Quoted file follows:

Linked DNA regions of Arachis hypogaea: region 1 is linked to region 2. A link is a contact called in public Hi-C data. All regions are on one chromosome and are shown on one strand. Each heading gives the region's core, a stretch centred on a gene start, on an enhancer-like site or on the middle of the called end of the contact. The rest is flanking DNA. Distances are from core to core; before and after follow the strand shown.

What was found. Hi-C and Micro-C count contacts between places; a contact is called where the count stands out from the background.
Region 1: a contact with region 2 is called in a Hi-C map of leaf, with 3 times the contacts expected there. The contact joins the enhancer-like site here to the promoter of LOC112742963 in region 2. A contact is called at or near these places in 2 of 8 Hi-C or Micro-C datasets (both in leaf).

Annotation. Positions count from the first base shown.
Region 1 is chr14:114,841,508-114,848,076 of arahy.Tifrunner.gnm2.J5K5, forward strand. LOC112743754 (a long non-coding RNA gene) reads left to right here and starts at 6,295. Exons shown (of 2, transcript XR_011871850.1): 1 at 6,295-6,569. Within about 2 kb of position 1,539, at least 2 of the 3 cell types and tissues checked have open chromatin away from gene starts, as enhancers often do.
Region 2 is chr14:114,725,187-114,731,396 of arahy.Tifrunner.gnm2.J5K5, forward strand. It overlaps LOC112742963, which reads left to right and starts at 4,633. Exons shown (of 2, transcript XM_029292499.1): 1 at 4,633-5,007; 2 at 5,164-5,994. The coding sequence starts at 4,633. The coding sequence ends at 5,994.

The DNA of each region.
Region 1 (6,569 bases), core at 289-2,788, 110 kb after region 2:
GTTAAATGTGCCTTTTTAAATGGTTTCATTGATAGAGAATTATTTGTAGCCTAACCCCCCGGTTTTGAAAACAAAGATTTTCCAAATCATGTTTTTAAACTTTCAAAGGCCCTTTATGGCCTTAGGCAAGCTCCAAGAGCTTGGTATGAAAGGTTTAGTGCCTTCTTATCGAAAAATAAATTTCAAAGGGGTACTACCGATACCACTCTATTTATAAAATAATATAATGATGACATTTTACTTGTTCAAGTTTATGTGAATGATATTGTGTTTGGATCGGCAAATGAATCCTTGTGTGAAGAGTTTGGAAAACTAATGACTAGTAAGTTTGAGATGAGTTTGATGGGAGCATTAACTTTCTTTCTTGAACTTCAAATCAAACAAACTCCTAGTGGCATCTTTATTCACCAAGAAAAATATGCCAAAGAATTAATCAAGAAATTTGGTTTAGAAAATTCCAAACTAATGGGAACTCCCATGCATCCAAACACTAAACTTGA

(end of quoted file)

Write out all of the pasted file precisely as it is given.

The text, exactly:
Linked DNA regions of Arachis hypogaea: region 1 is linked to region 2. A link is a contact called in public Hi-C data. All regions are on one chromosome and are shown on one strand. Each heading gives the region's core, a stretch centred on a gene start, on an enhancer-like site or on the middle of the called end of the contact. The rest is flanking DNA. Distances are from core to core; before and after follow the strand shown.

What was found. Hi-C and Micro-C count contacts between places; a contact is called where the count stands out from the background.
Region 1: a contact with region 2 is called in a Hi-C map of leaf, with 3 times the contacts expected there. The contact joins the enhancer-like site here to the promoter of LOC112742963 in region 2. A contact is called at or near these places in 2 of 8 Hi-C or Micro-C datasets (both in leaf).

Annotation. Positions count from the first base shown.
Region 1 is chr14:114,841,508-114,848,076 of arahy.Tifrunner.gnm2.J5K5, forward strand. LOC112743754 (a long non-coding RNA gene) reads left to right here and starts at 6,295. Exons shown (of 2, transcript XR_011871850.1): 1 at 6,295-6,569. Within about 2 kb of position 1,539, at least 2 of the 3 cell types and tissues checked have open chromatin away from gene starts, as enhancers often do.
Region 2 is chr14:114,725,187-114,731,396 of arahy.Tifrunner.gnm2.J5K5, forward strand. It overlaps LOC112742963, which reads left to right and starts at 4,633. Exons shown (of 2, transcript XM_029292499.1): 1 at 4,633-5,007; 2 at 5,164-5,994. The coding sequence starts at 4,633. The coding sequence ends at 5,994.

The DNA of each region.
Region 1 (6,569 bases), core at 289-2,788, 110 kb after region 2:
GTTAAATGTGCCTTTTTAAATGGTTTCATTGATAGAGAATTATTTGTAGCCTAACCCCCCGGTTTTGAAAACAAAGATTTTCCAAATCATGTTTTTAAACTTTCAAAGGCCCTTTATGGCCTTAGGCAAGCTCCAAGAGCTTGGTATGAAAGGTTTAGTGCCTTCTTATCGAAAAATAAATTTCAAAGGGGTACTACCGATACCACTCTATTTATAAAATAATATAATGATGACATTTTACTTGTTCAAGTTTATGTGAATGATATTGTGTTTGGATCGGCAAATGAATCCTTGTGTGAAGAGTTTGGAAAACTAATGACTAGTAAGTTTGAGATGAGTTTGATGGGAGCATTAACTTTCTTTCTTGAACTTCAAATCAAACAAACTCCTAGTGGCATCTTTATTCACCAAGAAAAATATGCCAAAGAATTAATCAAGAAATTTGGTTTAGAAAATTCCAAACTAATGGGAACTCCCATGCATCCAAACACTAAACTTGA